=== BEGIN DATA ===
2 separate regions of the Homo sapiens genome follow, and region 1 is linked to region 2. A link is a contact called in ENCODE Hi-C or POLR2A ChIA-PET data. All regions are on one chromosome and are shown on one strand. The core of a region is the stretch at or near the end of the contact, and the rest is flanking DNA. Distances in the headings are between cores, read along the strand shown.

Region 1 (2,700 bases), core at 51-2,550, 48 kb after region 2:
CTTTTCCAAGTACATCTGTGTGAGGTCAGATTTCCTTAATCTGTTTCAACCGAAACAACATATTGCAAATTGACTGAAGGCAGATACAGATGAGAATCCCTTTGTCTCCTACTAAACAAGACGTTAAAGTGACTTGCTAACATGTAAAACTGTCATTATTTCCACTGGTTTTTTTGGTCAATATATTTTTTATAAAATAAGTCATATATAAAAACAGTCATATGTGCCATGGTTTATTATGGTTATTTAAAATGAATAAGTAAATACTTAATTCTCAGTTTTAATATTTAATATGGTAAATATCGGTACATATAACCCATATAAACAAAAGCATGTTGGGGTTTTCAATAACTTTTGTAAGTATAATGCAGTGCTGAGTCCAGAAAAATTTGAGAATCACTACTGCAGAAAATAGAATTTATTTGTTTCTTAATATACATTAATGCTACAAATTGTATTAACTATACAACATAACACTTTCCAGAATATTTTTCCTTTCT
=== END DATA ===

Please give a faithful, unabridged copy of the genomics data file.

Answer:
2 separate regions of the Homo sapiens genome follow, and region 1 is linked to region 2. A link is a contact called in ENCODE Hi-C or POLR2A ChIA-PET data. All regions are on one chromosome and are shown on one strand. The core of a region is the stretch at or near the end of the contact, and the rest is flanking DNA. Distances in the headings are between cores, read along the strand shown.

Region 1 (2,700 bases), core at 51-2,550, 48 kb after region 2:
CTTTTCCAAGTACATCTGTGTGAGGTCAGATTTCCTTAATCTGTTTCAACCGAAACAACATATTGCAAATTGACTGAAGGCAGATACAGATGAGAATCCCTTTGTCTCCTACTAAACAAGACGTTAAAGTGACTTGCTAACATGTAAAACTGTCATTATTTCCACTGGTTTTTTTGGTCAATATATTTTTTATAAAATAAGTCATATATAAAAACAGTCATATGTGCCATGGTTTATTATGGTTATTTAAAATGAATAAGTAAATACTTAATTCTCAGTTTTAATATTTAATATGGTAAATATCGGTACATATAACCCATATAAACAAAAGCATGTTGGGGTTTTCAATAACTTTTGTAAGTATAATGCAGTGCTGAGTCCAGAAAAATTTGAGAATCACTACTGCAGAAAATAGAATTTATTTGTTTCTTAATATACATTAATGCTACAAATTGTATTAACTATACAACATAACACTTTCCAGAATATTTTTCCTTTCT